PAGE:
The Causes of Japan’s Economic Progress
The several periods of rapid economic growth which Japan has experienced during her modern history have always taken the world by surprise. Even the Japanese themselves have, on occasion, been astonished at their recurrent good fortune. This is certainly true of the postwar period. Ten years ago, even eight years ago, Japanese businessmen, officials and economists surveyed their industrial and commercial prospects with apprehension. They spoke of their country as a high-cost, ‘marginal’ supplier of goods. The economy, they said, was exceptionally vulnerable to any recession in international trade and rested upon precarious sources of income. The outside world took the same pessimistic view. Yet the succeeding period witnessed one of the most remarkable economic advances in history, and everywhere observers are casting about for plausible explanations. Is the development firmly based and can one expect it to continue at the same rate? What importance should be attached to fortuitous causes? To what extent can an identity with previous periods of rapid growth be detected, or have quite new factors been mainly responsible?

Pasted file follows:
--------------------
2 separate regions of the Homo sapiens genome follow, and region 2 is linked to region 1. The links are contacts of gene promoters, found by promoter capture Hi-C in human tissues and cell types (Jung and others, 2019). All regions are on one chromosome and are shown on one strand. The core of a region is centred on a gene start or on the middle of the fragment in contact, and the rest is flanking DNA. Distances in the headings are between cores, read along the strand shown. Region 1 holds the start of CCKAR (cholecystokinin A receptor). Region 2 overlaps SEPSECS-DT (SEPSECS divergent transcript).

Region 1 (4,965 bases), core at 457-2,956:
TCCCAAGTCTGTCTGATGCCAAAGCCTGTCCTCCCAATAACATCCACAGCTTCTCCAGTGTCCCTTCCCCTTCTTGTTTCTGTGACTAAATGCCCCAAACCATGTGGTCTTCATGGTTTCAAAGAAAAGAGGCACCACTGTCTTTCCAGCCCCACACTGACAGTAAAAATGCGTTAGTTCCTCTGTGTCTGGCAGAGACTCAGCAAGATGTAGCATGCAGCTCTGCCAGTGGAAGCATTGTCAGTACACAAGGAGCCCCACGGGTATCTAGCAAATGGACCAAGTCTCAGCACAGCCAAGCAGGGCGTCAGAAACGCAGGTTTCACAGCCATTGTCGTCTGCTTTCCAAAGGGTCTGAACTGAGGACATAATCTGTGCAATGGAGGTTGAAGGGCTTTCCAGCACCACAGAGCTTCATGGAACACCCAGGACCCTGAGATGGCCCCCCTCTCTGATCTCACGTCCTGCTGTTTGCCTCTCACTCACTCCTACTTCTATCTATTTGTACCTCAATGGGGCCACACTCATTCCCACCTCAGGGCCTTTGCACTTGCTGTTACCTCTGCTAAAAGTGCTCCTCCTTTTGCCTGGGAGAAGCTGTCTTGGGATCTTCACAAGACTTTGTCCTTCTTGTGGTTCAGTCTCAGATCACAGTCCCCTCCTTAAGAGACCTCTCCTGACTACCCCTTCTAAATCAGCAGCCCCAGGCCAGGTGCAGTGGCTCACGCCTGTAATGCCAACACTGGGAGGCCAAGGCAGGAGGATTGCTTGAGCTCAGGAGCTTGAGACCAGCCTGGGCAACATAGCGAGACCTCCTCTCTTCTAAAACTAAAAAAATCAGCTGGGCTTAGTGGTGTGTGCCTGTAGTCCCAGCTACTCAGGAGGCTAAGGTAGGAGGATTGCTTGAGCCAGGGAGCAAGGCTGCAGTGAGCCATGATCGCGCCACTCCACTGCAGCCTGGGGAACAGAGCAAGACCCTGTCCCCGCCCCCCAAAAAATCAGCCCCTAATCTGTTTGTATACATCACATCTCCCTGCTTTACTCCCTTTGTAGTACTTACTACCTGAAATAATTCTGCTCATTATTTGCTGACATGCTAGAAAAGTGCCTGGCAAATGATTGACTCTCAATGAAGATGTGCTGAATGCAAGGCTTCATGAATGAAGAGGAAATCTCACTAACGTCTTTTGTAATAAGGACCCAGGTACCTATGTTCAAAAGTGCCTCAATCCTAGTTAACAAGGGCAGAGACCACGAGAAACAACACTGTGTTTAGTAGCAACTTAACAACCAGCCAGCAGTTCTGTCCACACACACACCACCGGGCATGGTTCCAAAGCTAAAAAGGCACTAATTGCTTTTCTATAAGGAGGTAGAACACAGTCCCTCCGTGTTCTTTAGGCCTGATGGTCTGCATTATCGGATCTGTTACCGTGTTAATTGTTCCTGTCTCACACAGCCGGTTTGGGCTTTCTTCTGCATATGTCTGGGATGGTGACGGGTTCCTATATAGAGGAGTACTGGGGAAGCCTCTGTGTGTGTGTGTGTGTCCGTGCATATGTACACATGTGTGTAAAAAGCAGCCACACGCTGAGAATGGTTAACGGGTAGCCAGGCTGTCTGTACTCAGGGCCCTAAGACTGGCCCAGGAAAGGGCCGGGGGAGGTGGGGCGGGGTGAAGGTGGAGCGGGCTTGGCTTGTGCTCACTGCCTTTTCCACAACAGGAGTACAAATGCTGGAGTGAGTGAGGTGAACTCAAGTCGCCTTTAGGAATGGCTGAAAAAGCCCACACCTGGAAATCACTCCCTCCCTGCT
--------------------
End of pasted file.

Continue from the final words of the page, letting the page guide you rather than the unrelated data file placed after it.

KeywordsDepression Income Assimilation Expense Sonal
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- 1.First published in the Three Banks Review No. 55 (September 1962), under the title of ‘The Causes of Japan’s Economic Growth’.Google Scholar